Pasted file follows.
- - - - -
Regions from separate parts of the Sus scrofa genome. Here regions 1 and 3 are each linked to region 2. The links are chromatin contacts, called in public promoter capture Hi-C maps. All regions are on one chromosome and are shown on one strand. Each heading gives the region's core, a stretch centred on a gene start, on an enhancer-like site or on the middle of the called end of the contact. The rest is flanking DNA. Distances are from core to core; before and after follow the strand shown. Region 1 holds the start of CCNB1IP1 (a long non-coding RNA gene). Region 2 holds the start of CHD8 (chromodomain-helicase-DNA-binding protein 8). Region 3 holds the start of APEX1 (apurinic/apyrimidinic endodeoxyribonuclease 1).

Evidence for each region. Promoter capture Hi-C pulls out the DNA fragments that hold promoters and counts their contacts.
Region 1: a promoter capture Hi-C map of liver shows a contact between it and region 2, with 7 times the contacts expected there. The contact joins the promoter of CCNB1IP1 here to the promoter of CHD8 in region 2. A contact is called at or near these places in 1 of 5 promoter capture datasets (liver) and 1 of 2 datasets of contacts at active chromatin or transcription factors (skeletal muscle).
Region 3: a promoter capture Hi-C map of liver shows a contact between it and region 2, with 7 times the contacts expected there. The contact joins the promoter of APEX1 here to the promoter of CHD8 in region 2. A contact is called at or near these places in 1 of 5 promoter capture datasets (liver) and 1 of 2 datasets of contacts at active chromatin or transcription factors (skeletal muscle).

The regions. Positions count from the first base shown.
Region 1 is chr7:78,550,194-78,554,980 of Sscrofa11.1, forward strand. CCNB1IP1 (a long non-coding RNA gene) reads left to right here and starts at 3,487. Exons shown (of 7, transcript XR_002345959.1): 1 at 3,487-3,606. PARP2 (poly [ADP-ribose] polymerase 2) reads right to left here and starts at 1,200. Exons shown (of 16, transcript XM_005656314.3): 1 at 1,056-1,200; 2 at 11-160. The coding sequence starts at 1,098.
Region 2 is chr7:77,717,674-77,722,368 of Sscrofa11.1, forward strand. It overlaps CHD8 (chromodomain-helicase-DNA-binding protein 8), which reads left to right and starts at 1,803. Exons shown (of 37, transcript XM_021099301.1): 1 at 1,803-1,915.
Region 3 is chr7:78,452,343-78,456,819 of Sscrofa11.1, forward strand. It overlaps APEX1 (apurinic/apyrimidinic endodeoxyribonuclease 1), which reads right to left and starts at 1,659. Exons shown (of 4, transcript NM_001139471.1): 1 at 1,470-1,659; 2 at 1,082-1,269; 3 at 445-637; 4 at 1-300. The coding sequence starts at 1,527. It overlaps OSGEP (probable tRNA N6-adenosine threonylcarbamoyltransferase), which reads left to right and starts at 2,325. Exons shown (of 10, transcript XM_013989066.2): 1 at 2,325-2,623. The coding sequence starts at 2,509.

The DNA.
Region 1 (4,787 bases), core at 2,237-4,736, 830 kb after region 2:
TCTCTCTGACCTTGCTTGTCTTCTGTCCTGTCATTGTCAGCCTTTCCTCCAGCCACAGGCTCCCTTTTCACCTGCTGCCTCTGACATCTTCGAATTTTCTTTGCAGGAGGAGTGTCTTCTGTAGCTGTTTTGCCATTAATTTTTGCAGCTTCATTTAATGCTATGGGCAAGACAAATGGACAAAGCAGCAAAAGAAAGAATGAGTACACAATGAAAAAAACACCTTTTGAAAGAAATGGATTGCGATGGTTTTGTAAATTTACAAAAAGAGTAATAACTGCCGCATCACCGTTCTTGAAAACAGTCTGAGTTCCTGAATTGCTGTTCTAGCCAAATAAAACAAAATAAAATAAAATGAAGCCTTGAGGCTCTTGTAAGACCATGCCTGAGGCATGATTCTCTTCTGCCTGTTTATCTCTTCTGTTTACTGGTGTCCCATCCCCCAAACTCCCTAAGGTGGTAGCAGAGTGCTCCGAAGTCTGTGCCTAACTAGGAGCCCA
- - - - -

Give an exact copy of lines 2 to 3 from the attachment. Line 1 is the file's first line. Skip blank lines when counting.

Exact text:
Evidence for each region. Promoter capture Hi-C pulls out the DNA fragments that hold promoters and counts their contacts.
Region 1: a promoter capture Hi-C map of liver shows a contact between it and region 2, with 7 times the contacts expected there. The contact joins the promoter of CCNB1IP1 here to the promoter of CHD8 in region 2. A contact is called at or near these places in 1 of 5 promoter capture datasets (liver) and 1 of 2 datasets of contacts at active chromatin or transcription factors (skeletal muscle).